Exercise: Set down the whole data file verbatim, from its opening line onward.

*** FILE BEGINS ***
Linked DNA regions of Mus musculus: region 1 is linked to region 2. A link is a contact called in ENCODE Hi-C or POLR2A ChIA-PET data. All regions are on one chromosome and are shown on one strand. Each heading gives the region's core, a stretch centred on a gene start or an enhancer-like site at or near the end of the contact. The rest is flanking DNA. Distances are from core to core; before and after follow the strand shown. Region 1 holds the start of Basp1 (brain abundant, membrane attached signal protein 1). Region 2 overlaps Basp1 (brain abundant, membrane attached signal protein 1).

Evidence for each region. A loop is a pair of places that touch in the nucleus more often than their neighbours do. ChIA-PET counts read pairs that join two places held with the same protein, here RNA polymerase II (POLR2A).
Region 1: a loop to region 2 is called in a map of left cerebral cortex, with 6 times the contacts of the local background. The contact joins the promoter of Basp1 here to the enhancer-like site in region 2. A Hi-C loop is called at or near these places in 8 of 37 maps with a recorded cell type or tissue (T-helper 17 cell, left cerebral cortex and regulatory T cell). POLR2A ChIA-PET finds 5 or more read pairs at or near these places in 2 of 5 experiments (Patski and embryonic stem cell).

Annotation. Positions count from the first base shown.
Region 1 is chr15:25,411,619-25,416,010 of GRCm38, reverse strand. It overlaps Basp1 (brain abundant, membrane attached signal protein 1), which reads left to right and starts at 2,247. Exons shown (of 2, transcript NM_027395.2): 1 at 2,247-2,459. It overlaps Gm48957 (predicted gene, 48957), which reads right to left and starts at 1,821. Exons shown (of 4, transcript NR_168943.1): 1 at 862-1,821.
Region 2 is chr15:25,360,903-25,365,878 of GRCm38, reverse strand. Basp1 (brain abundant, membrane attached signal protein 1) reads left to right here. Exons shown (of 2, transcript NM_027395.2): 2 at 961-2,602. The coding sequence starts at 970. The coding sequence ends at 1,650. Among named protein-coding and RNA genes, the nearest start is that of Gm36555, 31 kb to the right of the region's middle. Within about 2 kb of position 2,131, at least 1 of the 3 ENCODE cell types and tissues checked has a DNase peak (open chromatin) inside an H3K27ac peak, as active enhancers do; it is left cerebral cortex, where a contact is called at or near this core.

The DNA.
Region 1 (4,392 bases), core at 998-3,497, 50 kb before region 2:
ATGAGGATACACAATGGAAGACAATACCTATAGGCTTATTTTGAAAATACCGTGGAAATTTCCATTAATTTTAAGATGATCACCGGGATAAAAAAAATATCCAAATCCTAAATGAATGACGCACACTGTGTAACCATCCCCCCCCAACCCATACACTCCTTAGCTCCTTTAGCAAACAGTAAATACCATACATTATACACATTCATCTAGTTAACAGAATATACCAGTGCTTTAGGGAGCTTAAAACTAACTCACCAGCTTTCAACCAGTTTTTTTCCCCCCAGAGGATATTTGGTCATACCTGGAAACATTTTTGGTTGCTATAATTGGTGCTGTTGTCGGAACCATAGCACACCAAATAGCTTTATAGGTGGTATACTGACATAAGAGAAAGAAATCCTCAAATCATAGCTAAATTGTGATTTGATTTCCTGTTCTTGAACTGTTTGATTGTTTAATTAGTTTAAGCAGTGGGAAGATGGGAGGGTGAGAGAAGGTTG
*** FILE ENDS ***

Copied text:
Linked DNA regions of Mus musculus: region 1 is linked to region 2. A link is a contact called in ENCODE Hi-C or POLR2A ChIA-PET data. All regions are on one chromosome and are shown on one strand. Each heading gives the region's core, a stretch centred on a gene start or an enhancer-like site at or near the end of the contact. The rest is flanking DNA. Distances are from core to core; before and after follow the strand shown. Region 1 holds the start of Basp1 (brain abundant, membrane attached signal protein 1). Region 2 overlaps Basp1 (brain abundant, membrane attached signal protein 1).

Evidence for each region. A loop is a pair of places that touch in the nucleus more often than their neighbours do. ChIA-PET counts read pairs that join two places held with the same protein, here RNA polymerase II (POLR2A).
Region 1: a loop to region 2 is called in a map of left cerebral cortex, with 6 times the contacts of the local background. The contact joins the promoter of Basp1 here to the enhancer-like site in region 2. A Hi-C loop is called at or near these places in 8 of 37 maps with a recorded cell type or tissue (T-helper 17 cell, left cerebral cortex and regulatory T cell). POLR2A ChIA-PET finds 5 or more read pairs at or near these places in 2 of 5 experiments (Patski and embryonic stem cell).

Annotation. Positions count from the first base shown.
Region 1 is chr15:25,411,619-25,416,010 of GRCm38, reverse strand. It overlaps Basp1 (brain abundant, membrane attached signal protein 1), which reads left to right and starts at 2,247. Exons shown (of 2, transcript NM_027395.2): 1 at 2,247-2,459. It overlaps Gm48957 (predicted gene, 48957), which reads right to left and starts at 1,821. Exons shown (of 4, transcript NR_168943.1): 1 at 862-1,821.
Region 2 is chr15:25,360,903-25,365,878 of GRCm38, reverse strand. Basp1 (brain abundant, membrane attached signal protein 1) reads left to right here. Exons shown (of 2, transcript NM_027395.2): 2 at 961-2,602. The coding sequence starts at 970. The coding sequence ends at 1,650. Among named protein-coding and RNA genes, the nearest start is that of Gm36555, 31 kb to the right of the region's middle. Within about 2 kb of position 2,131, at least 1 of the 3 ENCODE cell types and tissues checked has a DNase peak (open chromatin) inside an H3K27ac peak, as active enhancers do; it is left cerebral cortex, where a contact is called at or near this core.

The DNA.
Region 1 (4,392 bases), core at 998-3,497, 50 kb before region 2:
ATGAGGATACACAATGGAAGACAATACCTATAGGCTTATTTTGAAAATACCGTGGAAATTTCCATTAATTTTAAGATGATCACCGGGATAAAAAAAATATCCAAATCCTAAATGAATGACGCACACTGTGTAACCATCCCCCCCCAACCCATACACTCCTTAGCTCCTTTAGCAAACAGTAAATACCATACATTATACACATTCATCTAGTTAACAGAATATACCAGTGCTTTAGGGAGCTTAAAACTAACTCACCAGCTTTCAACCAGTTTTTTTCCCCCCAGAGGATATTTGGTCATACCTGGAAACATTTTTGGTTGCTATAATTGGTGCTGTTGTCGGAACCATAGCACACCAAATAGCTTTATAGGTGGTATACTGACATAAGAGAAAGAAATCCTCAAATCATAGCTAAATTGTGATTTGATTTCCTGTTCTTGAACTGTTTGATTGTTTAATTAGTTTAAGCAGTGGGAAGATGGGAGGGTGAGAGAAGGTTG